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‘Protect and serve’ now has become ‘comply or die’


A foundation that specializes in fighting for civil and religious rights across America has come out with a warning that police now have been given the go-ahead to use force against suspects who already have surrendered.

“The old police motto to ‘protect and serve’ has become ‘comply or die,'” said constitutional attorney John W. Whitehead, president of The Rutherford Institute and author of “Battlefield America: The War on the American People.”

“This is how we have gone from a nation of laws—where the least among us had just as much right to be treated with dignity and respect as the next person (in principle, at least)—to a nation of law enforcers (revenue collectors with weapons) who treat ‘we the people’ like suspects and criminals.”

The situation is a result of a decision by the U.S. Supreme Court not to accept a case that could have been used to hold police accountable for using force on unarmed individuals who already have surrendered or complied with police orders.

“Despite a series of high-profile incidents involving the use of unnecessary and excessive force by police against unarmed individuals, the court declined to narrow the scope of qualified immunity granted to officers who assault non-violent suspects who have ceased to resist arrest,” the institute reported.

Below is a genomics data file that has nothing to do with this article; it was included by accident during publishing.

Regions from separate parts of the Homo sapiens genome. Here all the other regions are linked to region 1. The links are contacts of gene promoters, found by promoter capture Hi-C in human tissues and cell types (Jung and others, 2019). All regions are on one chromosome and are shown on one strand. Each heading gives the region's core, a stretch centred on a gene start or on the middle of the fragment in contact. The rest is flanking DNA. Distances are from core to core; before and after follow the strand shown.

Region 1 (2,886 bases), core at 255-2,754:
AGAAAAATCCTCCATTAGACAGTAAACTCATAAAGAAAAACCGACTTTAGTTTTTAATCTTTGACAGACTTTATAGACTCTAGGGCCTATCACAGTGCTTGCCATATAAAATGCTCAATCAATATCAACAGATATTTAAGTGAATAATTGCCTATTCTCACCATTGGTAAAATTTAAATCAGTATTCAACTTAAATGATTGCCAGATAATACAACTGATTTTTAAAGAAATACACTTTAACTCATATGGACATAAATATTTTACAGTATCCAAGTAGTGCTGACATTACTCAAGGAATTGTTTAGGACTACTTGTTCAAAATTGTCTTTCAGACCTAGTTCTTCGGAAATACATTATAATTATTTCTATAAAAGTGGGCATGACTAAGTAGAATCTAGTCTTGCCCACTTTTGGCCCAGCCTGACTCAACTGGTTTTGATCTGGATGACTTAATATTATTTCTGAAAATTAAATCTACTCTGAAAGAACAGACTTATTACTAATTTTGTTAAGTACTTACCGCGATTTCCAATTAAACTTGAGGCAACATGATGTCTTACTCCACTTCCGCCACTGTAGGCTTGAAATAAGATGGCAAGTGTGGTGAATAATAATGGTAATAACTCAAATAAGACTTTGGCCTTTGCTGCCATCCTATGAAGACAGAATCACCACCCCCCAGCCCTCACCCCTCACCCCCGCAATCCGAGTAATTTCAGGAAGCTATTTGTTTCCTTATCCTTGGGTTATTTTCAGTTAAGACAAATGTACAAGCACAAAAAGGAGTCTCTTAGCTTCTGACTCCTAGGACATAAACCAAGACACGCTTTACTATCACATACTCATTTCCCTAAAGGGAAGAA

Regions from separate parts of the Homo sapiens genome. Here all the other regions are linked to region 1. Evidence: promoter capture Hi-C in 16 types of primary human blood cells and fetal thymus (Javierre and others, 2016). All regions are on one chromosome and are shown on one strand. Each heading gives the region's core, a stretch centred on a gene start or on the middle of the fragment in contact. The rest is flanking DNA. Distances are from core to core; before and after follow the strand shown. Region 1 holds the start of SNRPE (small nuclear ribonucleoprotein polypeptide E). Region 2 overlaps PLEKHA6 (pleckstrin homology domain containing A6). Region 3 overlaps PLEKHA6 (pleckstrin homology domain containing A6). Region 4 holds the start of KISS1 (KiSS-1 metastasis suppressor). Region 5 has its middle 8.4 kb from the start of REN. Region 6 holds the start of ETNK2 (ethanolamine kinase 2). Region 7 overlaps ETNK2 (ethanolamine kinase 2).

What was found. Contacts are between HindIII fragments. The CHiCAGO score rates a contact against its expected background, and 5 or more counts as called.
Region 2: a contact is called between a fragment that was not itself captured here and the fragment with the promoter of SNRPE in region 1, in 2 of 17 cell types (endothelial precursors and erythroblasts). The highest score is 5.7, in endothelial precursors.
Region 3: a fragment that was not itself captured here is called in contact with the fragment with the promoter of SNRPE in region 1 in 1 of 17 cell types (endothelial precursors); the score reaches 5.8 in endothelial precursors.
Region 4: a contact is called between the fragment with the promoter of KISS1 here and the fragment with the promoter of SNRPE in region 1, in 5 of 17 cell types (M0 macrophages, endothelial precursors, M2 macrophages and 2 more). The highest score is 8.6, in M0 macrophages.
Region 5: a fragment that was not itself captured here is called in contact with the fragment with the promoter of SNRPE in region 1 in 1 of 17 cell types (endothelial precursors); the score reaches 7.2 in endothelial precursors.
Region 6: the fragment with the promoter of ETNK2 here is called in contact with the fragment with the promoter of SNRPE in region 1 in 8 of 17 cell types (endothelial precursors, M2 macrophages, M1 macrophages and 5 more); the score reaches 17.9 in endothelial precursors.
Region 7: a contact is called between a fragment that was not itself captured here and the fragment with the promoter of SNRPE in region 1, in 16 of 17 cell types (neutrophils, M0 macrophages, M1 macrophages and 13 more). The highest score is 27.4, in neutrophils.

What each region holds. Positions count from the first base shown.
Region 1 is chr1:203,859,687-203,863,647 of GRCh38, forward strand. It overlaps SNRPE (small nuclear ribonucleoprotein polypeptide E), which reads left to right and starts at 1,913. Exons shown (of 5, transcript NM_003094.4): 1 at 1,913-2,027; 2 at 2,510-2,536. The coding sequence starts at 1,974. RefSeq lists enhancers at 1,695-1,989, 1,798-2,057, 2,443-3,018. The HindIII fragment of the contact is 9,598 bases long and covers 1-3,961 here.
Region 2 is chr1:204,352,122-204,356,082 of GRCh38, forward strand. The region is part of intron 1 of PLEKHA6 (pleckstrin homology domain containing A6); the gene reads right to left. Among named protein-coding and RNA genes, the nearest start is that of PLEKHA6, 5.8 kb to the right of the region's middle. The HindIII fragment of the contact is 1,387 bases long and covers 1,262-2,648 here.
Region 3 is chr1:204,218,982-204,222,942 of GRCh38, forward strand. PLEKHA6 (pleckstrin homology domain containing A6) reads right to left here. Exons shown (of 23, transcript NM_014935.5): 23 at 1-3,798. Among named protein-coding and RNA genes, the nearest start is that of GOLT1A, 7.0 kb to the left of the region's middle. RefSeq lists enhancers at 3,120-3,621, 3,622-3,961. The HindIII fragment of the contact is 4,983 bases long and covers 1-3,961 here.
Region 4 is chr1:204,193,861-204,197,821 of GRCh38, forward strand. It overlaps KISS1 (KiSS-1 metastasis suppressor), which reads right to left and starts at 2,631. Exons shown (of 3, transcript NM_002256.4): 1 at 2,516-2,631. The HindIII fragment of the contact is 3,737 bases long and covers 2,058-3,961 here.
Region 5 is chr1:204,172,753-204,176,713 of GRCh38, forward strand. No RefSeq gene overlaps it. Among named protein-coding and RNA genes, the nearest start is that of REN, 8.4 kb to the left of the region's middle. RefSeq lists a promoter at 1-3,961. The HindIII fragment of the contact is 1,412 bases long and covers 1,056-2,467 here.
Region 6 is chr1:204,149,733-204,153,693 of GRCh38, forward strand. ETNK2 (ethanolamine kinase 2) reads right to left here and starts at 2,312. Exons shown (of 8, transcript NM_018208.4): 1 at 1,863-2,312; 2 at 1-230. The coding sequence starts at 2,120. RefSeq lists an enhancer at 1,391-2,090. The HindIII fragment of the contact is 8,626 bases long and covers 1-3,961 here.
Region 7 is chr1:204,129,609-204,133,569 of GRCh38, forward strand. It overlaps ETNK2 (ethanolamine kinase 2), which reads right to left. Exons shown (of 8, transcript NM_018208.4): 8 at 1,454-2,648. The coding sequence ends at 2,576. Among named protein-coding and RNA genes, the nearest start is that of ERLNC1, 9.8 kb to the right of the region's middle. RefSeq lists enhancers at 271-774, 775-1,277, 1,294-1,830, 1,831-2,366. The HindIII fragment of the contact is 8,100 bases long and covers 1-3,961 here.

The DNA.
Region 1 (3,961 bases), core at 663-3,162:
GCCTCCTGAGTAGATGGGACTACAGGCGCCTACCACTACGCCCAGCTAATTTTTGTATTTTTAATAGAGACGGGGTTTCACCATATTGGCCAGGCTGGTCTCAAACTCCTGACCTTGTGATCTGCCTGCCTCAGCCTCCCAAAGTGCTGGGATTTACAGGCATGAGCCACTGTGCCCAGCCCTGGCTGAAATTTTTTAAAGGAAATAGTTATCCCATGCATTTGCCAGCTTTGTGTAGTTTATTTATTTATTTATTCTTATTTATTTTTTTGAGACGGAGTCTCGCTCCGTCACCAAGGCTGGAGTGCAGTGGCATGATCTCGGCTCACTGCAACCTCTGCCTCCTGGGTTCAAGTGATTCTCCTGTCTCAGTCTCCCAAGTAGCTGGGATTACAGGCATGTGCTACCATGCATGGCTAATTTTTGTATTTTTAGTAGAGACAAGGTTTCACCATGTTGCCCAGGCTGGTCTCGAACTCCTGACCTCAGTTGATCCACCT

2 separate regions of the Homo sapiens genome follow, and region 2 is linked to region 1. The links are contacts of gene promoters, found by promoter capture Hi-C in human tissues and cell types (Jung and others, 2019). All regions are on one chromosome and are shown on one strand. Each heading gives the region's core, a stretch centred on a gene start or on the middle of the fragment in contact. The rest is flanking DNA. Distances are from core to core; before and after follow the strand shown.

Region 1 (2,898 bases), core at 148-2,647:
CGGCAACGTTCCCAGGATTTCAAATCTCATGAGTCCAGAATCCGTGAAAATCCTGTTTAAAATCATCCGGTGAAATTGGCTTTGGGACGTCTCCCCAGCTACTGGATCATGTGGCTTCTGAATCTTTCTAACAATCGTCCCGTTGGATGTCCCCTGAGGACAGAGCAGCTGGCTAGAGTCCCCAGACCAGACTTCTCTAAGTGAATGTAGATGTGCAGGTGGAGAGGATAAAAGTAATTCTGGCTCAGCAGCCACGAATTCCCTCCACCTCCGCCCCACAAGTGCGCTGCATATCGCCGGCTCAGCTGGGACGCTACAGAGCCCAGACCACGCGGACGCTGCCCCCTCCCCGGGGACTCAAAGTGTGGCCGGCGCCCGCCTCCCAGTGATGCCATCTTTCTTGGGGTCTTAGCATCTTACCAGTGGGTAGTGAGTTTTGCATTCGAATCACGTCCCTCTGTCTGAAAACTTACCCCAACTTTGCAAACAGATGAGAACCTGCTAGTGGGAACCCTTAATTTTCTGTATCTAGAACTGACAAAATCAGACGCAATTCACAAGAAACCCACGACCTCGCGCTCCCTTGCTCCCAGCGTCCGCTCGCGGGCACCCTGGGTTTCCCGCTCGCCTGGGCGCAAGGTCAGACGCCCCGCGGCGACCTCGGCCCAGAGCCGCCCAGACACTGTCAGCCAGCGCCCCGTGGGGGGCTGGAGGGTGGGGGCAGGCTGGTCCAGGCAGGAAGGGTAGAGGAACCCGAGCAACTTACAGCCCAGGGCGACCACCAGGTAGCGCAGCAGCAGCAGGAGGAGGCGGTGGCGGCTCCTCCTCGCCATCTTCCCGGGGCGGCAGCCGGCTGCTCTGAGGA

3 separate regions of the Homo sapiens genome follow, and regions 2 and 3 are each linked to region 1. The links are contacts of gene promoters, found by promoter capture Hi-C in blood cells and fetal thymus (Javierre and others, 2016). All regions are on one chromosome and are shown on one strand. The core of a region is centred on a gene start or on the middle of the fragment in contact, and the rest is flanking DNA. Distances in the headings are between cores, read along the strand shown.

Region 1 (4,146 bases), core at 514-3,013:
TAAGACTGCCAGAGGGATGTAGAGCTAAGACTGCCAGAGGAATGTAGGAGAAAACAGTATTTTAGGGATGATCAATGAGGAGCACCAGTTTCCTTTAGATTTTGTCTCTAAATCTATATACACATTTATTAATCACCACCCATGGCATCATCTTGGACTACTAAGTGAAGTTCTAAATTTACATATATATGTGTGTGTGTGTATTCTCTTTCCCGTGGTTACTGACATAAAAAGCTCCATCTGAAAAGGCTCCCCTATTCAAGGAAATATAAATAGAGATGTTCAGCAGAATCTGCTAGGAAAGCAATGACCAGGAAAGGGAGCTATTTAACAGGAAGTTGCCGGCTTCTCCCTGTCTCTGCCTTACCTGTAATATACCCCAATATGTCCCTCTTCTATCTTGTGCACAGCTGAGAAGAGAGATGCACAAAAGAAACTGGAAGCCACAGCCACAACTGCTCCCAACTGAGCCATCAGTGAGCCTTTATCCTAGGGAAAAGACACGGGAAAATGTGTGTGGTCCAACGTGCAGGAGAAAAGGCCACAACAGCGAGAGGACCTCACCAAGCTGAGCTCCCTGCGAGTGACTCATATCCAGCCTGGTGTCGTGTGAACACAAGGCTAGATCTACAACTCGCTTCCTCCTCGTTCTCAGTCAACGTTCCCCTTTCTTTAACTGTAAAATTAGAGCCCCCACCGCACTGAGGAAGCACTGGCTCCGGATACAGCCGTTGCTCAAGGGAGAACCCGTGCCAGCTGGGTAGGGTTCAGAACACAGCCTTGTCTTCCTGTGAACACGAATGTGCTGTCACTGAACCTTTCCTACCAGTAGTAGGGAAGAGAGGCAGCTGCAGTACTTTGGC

Its lawyers, joined by those from the Cato Institute, had filed a friend-of-the-court brief in Salazar v. Molina, which challenged a lower court ruling “that essentially gives police a green light to punish and harm suspects solely based upon their initial nonviolent resistance or flight.”

That ruling by the Fifth Circuit Court of Appeals gave immunity to a police officer who tased a non-violent suspect in the back after he lay down to surrender.

The case developed in 2014 when a sheriff’s deputy in Zapata County, Texas, tried to pull over Juan Carlos Salazar for speeding. However, Salazar accelerated and led police on a high-speed chase for approximately five minutes.

He stopped when two vehicles pulled out in front of him, got out of his car, raised his hands and lay flat on the ground with his arms above his head.

Within seconds, the deputy charged up and fired his taser.

His subsequent lawsuit for excessive force in violation of the Fourth Amendment was dismissed by the appeals court because of the deputy’s “immunity.”

In weighing in before the U.S. Supreme Court in Salazar, The Rutherford Institute and Cato argued that police should be held accountable for using unnecessary and unreasonable violence against surrendering suspects.

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